Harmonizing Identities

As I step off the plane in Tangier, Morocco, I am struck by the warmth of the sun beaming down on my face and neck, which is something foreign to me in the winter month of January. Lining the runway, that our narrow plane had just landed on moments prior, are lush green palm trees that contrast with the sky, making it a bright blue hue. For the first time in my life, I am now in a country where English, the only language I have fluently mastered, is not predominantly spoken. To be frank, this frightens me to my core. But as I take my first few steps in my new home, I find that this fear has also instilled a sense of curiosity in me, particularly for one of my dearest hobbies: music. As I grab my luggage and walk towards the line of white vans set to take us to campus, I begin thinking that, maybe, if I immerse myself in the Moroccan music scene, this will bridge the cultural divide that lies before me. 

Since a young age, I have always had an obsession with music. In fact, one of my earliest memories of adolescent consciousness began surrounded by it. It was a Sunday, and I know this for a fact because my sister and I were heading to the regularly scheduled Sunday school that our family’s church of choice put on each week. Other than this, the time frame is foggy, but I know I must have been older than four, the age at which my parents split up because my dad was driving his vehicle with an empty passenger seat. I didn’t mind attending the church service that particular day, or any day, because going to church meant the promise of one thing: candy. 

On the drive to church, my dad made it a routine to stop in at Paige’s Variety, a small white convenience store that used to stand on the corner of Harris Street in Presque Isle, Maine but was torn down and turned into a hair salon after it went out of business. The walls of this store, or now the remnants of where it once stood, held some of my purest childhood excitement. Here, I bought and tried my first Reese’s peanut butter cup after outgrowing an alleged anaphylactic allergy, which caused me to be sheltered from the chocolatey peanut butter greatness for eight years. It is also where I discovered that stores can, in fact, be infested with rats after a large gray ball of fur scurried across my sister’s foot.

My sister and I had just made our typical candy run in this particular memory. I am trying to remember what my selection of the day was, but if I know myself well enough, it was a king-size KitKat. This chocolate-covered wafer bar, one of the few treats deemed by my mother “safe from tree nuts,” quickly became my favorite. With a candy bar and bug juice in hand, we opened the doors of my dad’s vehicle and hopped into the backseat, fastening our seatbelts and preparing for the drive ahead.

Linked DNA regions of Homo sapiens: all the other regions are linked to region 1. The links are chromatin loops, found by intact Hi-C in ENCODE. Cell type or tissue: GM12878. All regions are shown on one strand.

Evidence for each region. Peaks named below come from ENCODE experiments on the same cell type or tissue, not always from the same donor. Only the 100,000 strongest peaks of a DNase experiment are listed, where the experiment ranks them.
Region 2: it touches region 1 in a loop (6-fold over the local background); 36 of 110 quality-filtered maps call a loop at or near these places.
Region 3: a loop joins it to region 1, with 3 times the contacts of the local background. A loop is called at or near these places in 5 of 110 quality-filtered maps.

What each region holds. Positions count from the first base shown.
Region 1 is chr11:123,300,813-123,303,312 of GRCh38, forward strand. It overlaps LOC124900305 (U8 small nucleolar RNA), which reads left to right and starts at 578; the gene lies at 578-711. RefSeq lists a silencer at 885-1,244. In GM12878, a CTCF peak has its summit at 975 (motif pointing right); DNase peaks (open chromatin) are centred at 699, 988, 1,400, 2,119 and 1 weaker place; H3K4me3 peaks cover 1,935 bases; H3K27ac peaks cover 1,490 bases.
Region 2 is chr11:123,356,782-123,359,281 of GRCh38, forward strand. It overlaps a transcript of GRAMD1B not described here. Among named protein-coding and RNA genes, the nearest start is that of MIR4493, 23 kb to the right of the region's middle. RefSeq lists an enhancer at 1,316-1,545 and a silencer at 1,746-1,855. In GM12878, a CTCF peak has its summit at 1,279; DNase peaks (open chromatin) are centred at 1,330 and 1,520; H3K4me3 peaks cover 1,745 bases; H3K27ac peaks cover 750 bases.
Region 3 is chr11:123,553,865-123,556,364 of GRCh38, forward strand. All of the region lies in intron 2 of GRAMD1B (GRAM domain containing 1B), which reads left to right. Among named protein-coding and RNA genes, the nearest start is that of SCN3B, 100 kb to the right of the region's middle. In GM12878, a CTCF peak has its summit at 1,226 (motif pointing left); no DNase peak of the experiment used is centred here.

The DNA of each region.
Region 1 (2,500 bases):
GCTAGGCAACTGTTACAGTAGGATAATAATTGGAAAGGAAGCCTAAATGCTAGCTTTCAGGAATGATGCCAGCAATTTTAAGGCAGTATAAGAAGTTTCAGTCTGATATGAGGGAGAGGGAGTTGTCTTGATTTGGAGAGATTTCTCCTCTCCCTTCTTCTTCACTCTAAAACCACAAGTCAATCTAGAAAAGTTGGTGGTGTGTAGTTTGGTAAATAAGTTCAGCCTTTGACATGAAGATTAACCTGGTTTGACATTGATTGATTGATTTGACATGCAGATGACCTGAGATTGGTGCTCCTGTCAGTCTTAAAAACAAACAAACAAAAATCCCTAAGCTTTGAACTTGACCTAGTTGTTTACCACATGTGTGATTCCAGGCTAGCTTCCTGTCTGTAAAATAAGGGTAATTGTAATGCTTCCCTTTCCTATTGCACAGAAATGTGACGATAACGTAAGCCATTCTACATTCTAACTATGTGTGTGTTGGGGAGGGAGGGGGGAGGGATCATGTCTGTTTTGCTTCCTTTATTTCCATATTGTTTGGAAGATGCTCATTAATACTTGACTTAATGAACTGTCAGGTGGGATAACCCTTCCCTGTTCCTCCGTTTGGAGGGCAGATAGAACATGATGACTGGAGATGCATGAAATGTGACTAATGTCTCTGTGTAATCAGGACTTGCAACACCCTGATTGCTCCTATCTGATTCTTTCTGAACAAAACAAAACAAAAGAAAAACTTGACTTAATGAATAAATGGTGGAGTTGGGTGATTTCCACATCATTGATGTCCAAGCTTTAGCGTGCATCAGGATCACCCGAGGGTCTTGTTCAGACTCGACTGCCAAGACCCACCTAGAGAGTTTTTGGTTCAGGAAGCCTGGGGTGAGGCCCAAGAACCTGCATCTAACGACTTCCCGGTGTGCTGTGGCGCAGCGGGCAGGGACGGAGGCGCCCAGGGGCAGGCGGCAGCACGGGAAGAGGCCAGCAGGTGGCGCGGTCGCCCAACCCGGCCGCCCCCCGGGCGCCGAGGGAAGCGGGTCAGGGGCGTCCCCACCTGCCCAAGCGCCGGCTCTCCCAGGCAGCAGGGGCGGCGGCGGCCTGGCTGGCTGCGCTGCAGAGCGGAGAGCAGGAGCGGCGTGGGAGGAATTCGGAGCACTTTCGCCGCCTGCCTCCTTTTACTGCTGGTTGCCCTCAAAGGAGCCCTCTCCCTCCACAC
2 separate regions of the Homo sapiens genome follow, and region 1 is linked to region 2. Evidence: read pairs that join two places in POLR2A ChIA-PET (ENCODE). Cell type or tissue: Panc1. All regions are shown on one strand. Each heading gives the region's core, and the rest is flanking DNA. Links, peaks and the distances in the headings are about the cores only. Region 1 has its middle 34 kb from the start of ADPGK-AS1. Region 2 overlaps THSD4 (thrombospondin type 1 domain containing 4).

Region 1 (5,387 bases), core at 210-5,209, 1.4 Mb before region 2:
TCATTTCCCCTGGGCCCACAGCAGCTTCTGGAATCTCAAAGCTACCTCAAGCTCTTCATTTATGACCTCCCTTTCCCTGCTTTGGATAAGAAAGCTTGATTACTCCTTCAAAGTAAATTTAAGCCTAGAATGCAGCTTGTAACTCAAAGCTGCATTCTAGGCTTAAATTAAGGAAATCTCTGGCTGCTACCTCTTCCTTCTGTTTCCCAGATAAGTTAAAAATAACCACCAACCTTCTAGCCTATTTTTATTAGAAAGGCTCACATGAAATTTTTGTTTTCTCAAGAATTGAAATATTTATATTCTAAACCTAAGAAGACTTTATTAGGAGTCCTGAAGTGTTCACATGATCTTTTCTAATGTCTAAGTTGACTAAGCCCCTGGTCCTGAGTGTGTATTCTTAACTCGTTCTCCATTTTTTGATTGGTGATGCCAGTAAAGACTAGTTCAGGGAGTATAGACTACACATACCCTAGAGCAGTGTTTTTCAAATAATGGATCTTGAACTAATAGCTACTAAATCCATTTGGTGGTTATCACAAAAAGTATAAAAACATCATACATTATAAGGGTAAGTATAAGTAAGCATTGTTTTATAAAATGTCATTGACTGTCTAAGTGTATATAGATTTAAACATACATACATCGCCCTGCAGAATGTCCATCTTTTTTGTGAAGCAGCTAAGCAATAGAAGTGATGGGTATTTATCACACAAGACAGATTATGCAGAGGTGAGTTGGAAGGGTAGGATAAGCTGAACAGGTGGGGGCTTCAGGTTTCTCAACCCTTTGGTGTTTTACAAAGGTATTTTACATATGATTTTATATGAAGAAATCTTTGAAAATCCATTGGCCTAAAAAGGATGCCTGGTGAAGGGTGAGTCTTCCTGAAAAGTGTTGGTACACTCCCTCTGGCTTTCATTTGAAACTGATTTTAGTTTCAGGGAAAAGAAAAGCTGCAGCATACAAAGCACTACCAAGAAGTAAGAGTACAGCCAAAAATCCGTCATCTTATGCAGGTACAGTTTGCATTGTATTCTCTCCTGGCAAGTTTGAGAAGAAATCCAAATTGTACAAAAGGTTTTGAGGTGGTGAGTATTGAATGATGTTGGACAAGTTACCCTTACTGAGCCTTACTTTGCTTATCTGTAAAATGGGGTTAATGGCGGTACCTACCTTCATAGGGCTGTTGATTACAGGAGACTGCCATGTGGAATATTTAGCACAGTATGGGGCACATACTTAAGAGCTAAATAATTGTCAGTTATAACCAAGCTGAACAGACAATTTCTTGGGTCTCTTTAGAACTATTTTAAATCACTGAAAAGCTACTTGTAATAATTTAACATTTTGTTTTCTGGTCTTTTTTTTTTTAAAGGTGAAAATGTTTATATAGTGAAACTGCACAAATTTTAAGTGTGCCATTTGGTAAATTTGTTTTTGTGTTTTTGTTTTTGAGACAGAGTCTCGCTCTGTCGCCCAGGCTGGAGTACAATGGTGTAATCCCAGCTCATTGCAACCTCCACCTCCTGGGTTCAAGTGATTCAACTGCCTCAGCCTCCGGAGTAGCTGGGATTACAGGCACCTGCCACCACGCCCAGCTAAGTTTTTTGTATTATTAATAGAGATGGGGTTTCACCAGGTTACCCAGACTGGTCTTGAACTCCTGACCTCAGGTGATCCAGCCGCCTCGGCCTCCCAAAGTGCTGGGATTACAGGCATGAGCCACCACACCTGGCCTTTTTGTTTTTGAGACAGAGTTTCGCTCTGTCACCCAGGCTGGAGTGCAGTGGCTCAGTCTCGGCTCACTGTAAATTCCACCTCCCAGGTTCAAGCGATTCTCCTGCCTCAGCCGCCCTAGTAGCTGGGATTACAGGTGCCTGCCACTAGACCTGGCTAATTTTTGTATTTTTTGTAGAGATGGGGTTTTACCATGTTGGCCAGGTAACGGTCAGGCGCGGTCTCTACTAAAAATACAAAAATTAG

For the entirety of my life, my dad has been a devoted fan of the rock music genre, and after we fastened our seatbelts for our ride to church, my dad popped in a CD and turned up the volume. The particular CD in question was Disturbed’s debut album, “The Sickness,” where he would skip tracks until he landed on what is now probably the band’s most recognizable song, “Down With the Sickness.” As the car drove down the main road of my small hometown, my sister and I, bug juice and candy bars in hand, would try to mimic the song’s iconic screamo-type chorus, surely eliciting a proud father moment out of my dad. This, I now realize in my older age, is a unique memory when pertaining to a family heading to church. This memory, and many others like it, has morphed together to create the person I am now at nineteen. So when I planned my study abroad experience in Tangier, Morocco, this academic school year, my interest in the country’s music scene peaked.

I knew that, as an avid concert lover myself, the perfect way to explore the Moroccan music scene was through a live music event. However, without familiarity with any live music venues in the area, I decided to visit Douaa, the university’s program manager, for some help.

Douaa let me know I was in luck. There was an event site called Guichet that showed all available tickets for upcoming concerts around Morocco. This was going to be easier than I expected! Douaa gave me a quick rundown of the website and showed me how to filter my search results, so I only saw events taking place in Tangier. The only downside is that the whole website is in French, a language I don’t know. I happily walked back to my dorm and told my roommate Paige about the website, feeling like I just absolutely cracked the code to a successful midterm. We searched the website, found an event set to take place in Tangier on the twenty-fifth of February, and purchased our tickets. If only I had even a little foresight into what we were getting ourselves into. 

All was well in my world until I ran into Douaa once again. Bursting with excitement to tell her we had taken her suggestion and booked tickets off the Guichet site, I showed up at her office to announce the news. She asked me who the artist playing was. I shrugged off the comment, stating, “I don’t know. I couldn’t really read the names. They were all in French.” I pulled out the tickets to show her, holding them up like a newly won trophy. She read the words inscribed on the front of the ticket and started giggling. “That will be interesting. That is a very religious style concert”, she replied.